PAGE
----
# Getting our data in to a dictionary
data = {'Notrt':[7, 5, 6, 4, 12, 9, 8],
'Trt':[3, 6, 4, 2, 1, 5, 1]}
# Dictionary to Dataframe
df = pd.DataFrame(data)
```

Code language: Python (python)

In the code chunk above, we created a Pandas dataframe from a dictionary. Of course, most of the time we will have our data stored in formats such as CSV or Excel.

See the following posts about how to import data in Python with Pandas:

- Pandas Read CSV Tutorial: How to Read and Write
- How to Read & Write SPSS Files in Python using Pandas
- Pandas Excel Tutorial: How to Read and Write Excel files
- How to use Pandas read_html to Scrape Data from HTML Tables

Here’s also worth noting that *if* your data is stored in long format, you will have to subset your data such that you can get the data from each group into two different variables.

### Step 2: Use the mannwhitneyu method from SciPy:

Here’s how to perform the Mann-Whitney U test in Python with SciPy:

```
from scipy.stats import mannwhitneyu
# Carrying out the Wilcoxon–Mann–Whitney test
results = mannwhitneyu(df['Notrt'], df['Trt'])
results
```

Code language: Python (python)

Notice that we selected the columns, for each group, as x and y parameters to the `mannwhitneyu`

method. If your data, as previously mentioned, is stored in long format (e.g., see image further down below) you can use Pandas `query()`

method to subset the data.

Here’s how to perform the test, using `df.query()`

, if your data is stored in a similar way as in the image above:

```
import pandas as pd
idrt = [i for i in range(1,8)]
idrt += idrt
data = {'Count':[7, 5, 6, 4, 12, 9, 8,
3, 6, 4, 2, 1, 5, 1],
'Condition':['No Treatment']*7 + ['Treatment']*7, 'IDtrt':idrt}
# Dictionary to Dataframe
df = pd.DataFrame(data)
# Subsetting (i.e., creating new variables):
x = df.query('Condition == "No Treatment"')['Count']
y = df.query('Condition == "Treatment"')['Count']
# Mann-Whitney U test:
mannwhitneyu(x, y)
```

Code language: Python (python)

Now, there are some things to be explained here. First, the `mannwhitneyu`

method will by default carry out a one-sided test. If we, on the other hand, would use the parameter alternative and set it to “two-sided” we would get different results. Make sure you check out the documentation before using the method. In the next section, we will have a look at another, previously mentioned, Python package that also can be used to do the Mann-Whitney U test.

## Mann-Whitney U Test with the Python Package Pingouin

As previously mentioned, we can also install the Python package Pingouin to carry out the Mann-Whitney U test. Here’s how to perform this test with the `mwu()`

method:

```
from pingouin import mwu
results2 = mwu(df['Notrt'], df['Trt'],
tail='one-sided')
```

Code language: Python (python)

Now, the advantage with using the mwu method is that we will get some additional information (e.g., common language effect size; CLES). Here’s the output:

## Interpreting the Results of the Mann-Whitney U test

In this section, we will start off by interpreting the results of the test. Now, this is pretty straight forward.

In our example, we can reject H_{0} because 3 < 7. Furthermore, we have statistically significant evidence at *α* =0.05 to show that the treatment groups differ in the number of depressive episodes. Naturally, in a real application, we would have set both the H_{0} and H_{a} prior to conducting the hypothesis test, as we did here.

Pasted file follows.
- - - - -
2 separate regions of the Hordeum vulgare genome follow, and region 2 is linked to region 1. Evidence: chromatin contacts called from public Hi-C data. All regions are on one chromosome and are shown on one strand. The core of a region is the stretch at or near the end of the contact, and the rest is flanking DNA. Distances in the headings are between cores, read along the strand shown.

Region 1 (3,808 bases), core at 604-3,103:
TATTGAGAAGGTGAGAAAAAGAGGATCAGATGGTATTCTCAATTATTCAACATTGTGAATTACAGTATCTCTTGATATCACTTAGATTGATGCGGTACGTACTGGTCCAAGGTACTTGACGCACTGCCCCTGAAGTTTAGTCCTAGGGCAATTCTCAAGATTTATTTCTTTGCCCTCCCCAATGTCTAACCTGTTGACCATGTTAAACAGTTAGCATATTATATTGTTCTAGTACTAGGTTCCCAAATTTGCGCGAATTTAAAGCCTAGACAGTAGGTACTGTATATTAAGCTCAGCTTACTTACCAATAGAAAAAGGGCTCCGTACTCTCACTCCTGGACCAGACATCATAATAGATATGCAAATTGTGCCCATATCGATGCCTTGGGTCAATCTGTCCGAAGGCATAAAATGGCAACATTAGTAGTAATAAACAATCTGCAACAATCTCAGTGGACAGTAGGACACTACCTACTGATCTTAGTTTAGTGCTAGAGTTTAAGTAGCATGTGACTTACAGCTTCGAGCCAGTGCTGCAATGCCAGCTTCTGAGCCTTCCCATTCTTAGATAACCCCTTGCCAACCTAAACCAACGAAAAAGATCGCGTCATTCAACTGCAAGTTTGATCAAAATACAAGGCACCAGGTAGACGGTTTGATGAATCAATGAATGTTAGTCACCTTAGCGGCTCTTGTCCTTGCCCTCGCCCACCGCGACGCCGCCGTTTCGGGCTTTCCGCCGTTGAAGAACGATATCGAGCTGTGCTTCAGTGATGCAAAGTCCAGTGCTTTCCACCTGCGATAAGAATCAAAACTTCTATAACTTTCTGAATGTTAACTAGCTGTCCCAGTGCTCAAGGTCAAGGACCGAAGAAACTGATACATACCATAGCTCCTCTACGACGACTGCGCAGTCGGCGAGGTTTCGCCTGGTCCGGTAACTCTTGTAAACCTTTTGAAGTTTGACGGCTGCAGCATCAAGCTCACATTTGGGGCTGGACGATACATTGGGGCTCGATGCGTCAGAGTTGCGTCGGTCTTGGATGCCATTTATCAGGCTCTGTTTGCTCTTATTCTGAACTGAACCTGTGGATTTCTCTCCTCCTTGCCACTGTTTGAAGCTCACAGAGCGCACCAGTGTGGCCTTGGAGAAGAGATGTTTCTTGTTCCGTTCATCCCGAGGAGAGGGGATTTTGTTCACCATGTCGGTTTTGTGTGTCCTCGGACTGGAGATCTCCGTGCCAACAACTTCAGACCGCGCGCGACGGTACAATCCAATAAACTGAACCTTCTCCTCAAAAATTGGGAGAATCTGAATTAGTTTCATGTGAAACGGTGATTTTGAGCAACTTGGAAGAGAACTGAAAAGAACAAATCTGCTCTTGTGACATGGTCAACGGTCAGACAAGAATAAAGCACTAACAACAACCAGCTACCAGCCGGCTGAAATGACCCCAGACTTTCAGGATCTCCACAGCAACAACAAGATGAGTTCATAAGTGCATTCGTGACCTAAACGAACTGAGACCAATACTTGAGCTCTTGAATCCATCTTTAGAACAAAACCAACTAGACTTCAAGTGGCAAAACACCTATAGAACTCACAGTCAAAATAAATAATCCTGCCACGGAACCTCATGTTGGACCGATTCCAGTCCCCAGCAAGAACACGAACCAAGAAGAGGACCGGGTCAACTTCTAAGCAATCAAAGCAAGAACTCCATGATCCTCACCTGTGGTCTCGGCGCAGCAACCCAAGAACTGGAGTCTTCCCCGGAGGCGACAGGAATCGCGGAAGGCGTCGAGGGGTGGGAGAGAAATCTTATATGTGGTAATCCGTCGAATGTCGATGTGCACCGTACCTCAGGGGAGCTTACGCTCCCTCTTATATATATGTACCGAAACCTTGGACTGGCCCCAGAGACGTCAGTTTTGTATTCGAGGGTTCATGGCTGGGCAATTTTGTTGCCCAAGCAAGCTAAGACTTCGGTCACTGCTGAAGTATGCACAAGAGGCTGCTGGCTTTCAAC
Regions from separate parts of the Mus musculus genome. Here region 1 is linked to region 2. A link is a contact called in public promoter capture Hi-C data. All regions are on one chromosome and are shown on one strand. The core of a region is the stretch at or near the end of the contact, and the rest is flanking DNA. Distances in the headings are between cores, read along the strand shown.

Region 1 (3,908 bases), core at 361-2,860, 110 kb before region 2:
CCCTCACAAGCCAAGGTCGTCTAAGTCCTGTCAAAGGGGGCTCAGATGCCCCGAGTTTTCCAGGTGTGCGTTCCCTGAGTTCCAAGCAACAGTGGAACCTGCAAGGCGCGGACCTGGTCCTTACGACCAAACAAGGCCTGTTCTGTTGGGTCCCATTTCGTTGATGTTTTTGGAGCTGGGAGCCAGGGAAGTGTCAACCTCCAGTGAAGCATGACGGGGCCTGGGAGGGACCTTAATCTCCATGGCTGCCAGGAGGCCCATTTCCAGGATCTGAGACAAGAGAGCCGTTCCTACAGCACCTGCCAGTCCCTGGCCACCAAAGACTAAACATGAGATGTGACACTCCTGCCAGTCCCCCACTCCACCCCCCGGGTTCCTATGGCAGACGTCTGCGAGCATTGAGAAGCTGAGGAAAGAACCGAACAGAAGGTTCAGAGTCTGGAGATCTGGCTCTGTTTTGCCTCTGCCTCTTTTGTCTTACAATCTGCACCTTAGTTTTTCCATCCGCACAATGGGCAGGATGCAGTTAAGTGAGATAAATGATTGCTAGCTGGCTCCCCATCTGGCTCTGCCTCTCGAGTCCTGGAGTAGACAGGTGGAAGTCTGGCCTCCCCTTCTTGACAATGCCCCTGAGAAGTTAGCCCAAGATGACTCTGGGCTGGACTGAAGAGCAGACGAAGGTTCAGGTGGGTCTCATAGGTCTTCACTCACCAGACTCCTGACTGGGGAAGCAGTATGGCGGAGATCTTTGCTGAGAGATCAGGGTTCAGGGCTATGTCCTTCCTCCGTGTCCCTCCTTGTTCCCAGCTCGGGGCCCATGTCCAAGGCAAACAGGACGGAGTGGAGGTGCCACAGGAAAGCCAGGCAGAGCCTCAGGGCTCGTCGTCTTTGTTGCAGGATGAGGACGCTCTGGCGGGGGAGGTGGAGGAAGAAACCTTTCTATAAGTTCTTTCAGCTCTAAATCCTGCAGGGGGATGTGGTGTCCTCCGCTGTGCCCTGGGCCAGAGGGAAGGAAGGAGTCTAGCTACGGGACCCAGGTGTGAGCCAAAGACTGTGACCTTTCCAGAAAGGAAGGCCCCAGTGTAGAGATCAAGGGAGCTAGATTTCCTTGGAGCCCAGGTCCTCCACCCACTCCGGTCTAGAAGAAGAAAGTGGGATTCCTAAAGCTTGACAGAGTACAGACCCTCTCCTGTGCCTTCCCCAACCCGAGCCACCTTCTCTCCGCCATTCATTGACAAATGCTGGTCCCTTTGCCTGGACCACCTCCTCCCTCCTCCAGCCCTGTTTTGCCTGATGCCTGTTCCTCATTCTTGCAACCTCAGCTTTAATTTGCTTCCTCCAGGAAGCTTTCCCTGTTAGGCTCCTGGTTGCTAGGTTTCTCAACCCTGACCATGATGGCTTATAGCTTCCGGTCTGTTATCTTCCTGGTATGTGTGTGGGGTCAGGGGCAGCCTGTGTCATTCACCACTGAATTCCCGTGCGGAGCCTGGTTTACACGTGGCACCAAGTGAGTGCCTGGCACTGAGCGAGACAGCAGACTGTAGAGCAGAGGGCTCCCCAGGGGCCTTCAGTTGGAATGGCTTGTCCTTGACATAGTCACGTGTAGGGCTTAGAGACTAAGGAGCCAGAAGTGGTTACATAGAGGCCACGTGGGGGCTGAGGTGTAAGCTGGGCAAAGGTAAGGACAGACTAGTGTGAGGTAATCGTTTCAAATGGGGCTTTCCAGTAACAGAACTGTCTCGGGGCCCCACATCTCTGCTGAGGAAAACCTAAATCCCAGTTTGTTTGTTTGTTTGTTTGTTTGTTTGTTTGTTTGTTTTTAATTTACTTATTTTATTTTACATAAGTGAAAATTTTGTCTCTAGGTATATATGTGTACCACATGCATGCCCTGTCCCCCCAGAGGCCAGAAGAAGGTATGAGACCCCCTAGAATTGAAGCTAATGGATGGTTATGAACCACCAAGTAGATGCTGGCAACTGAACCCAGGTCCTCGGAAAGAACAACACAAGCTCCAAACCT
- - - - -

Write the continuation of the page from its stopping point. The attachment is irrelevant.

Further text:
### Visualizing the Data with Boxplots

To aid the interpretation of our results we can create box plots with Pandas:

```
axarr = df.boxplot(column='Count', by='Condition',
figsize=(8, 6), grid=False)
axarr.set_title('')
axarr.set_ylabel('Number of Depressive Episodes')
```

Code language: Python (python)

In the box plot, we can see that the median is greater for the group that did not get any treatment compared to the group that got treatment. Furthermore, if there were any outliers in our data they would show up as dots in the box plot. If you are interested in more data visualization techniques have a look at the post “9 Data Visualization Techniques You Should Learn in Python”.

## Conclusion

In this post, you have learned how to perform the Mann-Whitney U test using the Python packages SciPy, Pandas, and Pingouin. Moreover, you have learned when to carry out this non-parametric test both by learning about e.g. when it is appropriate and by an example. After this, you learned how to carry out the test using data from the example. Finally, you have learned how to interpret the results and visualize the data. Note that you preferably should have a larger sample size than in the example of the current post. Of course, you should also make the decision on whether to carry out a one-sided or two-sided test based on theory. In the example of this post, we can assume that going without treatment would mean more depressive episodes. However, in other examples this may not be true.

Hope you have learned something and if you have a comment, a suggestion, or anything you can leave a comment below. Finally, I would very much appreciate it if you shared this post across your social media accounts if you found it useful!

## References

In this final section, you will find some references and resources that may prove useful. Note, there are both links to blog posts and peer-reviewed articles. Sadly, some of the content here is behind paywalls.

Mann, H. B.; Whitney, D. R. On a Test of Whether one of Two Random Variables is Stochastically Larger than the Other. Ann. Math. Statist. 18 (1947), no. 1, 50–60. doi:10.1214/aoms/1177730491. https://projecteuclid.org/euclid.aoms/1177730491

Vargha, A., & Delaney, H. D. (2000). A Critique and Improvement of the CL Common Language Effect Size Statistics of McGraw and Wong. *Journal of Educational and Behavioral Statistics*, *25*(2), 101–132. https://doi.org/10.3102/10769986025002101